Borobudur is one of the world's largest Buddhist monuments built around 800 AD and is accessible by car from the city of Yogyakarta, central Java, Indonesia.
From Bali, I took the first flight to Yogyakarta in the morning and arrived in Yogyakarta in about one hour. In order to visit the Borobudur ruins, I asked a local travel agency to charter a car with a driver and a guide who can speak Japanese. In this itinerary, we arrived at Borobudur in the evening. It is a pattern of staying at a hotel on the site just next to Borobudur and observing Borobudur in the morning the next day.
The hotel on the Borobudur site is called Hotel Manohara, but it is the only hotel that can access Borobudur even if the gate of Borobudur is closed. At night, you can see this sight from the photo below, and you can worship sunrise from Borobudur in the early morning.
Hotel Manohara is a cottage style one-story building. The restaurant is open air and there is a show at night. It is quite recommended.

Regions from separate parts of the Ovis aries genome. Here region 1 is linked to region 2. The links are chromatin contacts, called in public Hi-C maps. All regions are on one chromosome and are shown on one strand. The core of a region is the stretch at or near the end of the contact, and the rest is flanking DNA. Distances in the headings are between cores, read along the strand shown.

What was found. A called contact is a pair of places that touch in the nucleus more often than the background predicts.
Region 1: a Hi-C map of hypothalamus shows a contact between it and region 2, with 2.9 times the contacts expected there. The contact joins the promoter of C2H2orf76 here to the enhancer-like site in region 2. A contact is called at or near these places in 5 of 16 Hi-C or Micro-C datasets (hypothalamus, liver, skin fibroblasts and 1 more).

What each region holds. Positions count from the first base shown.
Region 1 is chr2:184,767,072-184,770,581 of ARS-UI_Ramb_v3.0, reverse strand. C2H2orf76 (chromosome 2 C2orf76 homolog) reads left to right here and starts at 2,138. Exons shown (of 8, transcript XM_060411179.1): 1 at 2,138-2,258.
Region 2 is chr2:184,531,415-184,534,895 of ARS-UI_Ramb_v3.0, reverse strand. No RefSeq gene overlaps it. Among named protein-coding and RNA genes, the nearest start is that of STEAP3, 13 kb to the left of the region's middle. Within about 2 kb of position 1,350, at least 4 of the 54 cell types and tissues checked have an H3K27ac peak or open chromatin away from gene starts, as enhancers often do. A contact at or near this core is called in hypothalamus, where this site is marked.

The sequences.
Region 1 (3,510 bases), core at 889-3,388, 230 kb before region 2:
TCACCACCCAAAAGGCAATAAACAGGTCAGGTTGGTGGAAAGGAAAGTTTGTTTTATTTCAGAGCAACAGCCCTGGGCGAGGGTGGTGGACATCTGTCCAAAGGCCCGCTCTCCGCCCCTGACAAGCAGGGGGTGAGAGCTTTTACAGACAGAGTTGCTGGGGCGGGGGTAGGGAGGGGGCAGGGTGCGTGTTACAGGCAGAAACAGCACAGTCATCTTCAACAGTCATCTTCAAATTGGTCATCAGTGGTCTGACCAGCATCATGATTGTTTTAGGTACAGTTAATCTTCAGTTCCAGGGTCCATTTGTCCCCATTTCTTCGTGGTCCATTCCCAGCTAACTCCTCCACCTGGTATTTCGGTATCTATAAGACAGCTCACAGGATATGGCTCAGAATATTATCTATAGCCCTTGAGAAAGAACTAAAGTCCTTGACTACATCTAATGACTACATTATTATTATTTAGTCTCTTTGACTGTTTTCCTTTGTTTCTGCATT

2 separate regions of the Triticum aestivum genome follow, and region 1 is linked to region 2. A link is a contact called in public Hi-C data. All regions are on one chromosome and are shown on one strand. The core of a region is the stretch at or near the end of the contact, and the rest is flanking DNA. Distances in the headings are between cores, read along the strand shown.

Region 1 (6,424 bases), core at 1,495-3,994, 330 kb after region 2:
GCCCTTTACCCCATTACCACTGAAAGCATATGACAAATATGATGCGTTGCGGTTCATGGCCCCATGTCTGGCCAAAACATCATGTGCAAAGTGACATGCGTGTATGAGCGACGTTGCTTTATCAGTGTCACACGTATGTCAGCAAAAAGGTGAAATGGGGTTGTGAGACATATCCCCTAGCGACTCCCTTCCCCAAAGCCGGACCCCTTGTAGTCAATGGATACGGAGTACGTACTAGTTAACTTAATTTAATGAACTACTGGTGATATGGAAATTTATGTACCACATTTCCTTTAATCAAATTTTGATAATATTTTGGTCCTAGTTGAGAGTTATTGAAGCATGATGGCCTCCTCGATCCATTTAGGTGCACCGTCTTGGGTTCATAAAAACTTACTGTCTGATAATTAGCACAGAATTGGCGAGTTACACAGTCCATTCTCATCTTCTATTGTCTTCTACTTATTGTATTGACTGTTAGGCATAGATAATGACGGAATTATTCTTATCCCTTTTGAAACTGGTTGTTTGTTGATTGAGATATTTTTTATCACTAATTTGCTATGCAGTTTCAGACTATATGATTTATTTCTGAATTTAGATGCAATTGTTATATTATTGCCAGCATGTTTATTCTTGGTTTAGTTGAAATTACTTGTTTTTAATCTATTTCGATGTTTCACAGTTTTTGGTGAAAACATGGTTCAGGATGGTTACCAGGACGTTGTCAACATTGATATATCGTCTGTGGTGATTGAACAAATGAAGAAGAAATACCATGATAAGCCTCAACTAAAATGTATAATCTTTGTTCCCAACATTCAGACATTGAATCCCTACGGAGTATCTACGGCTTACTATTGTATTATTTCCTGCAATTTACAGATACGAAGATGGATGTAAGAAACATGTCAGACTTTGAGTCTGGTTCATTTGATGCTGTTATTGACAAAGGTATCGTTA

The next morning, I did not participate in the sun rise tour, which goes out early in the morning with a separate fee. I climbed Borobudur before breakfast just in time. The sun appeared from the right shoulder of Murapi Volcano.
Stupa lined up at the top of Borobudur ruins. The people here must have set up the camera early in the morning at an extra charge.
It is said that the mountain seen in the back is similar to the figure of lieing buddha when viewed from Borobudur. It certainly looks like that.
I asked the guide to take a commemorative photo with my second son who wanted to come to Borobudur.
The highlight of Borobudur is not only the size but also the scale and sophistication of the reliefs stretched around the corridor. Since the building is a relatively simple stupa shape, the same Buddhist archeological site Bayon Temple in Cambodia has a better view.
Reliefs stretched around the corridor surrounding Borobudur Temple cannot be fully introduced, but they depict the life of Buddha and those based on Indian mythology.
This is a relief of a famous ship. Such a ship would have come and go around Indonesia.
You can see that reliefs are stuck around the corridor surrounding Borobudur.
The whole view of Borobudur looks like this. Anyway, it's big, so it's quite difficult to shoot the whole picture. If you divide them into multiple pieces and connect them later, you will get a beautiful photo.
The Borobudur ruins as a World Heritage site include the ruins of Pawon temple in the photo below and the ruins of Mundut temple.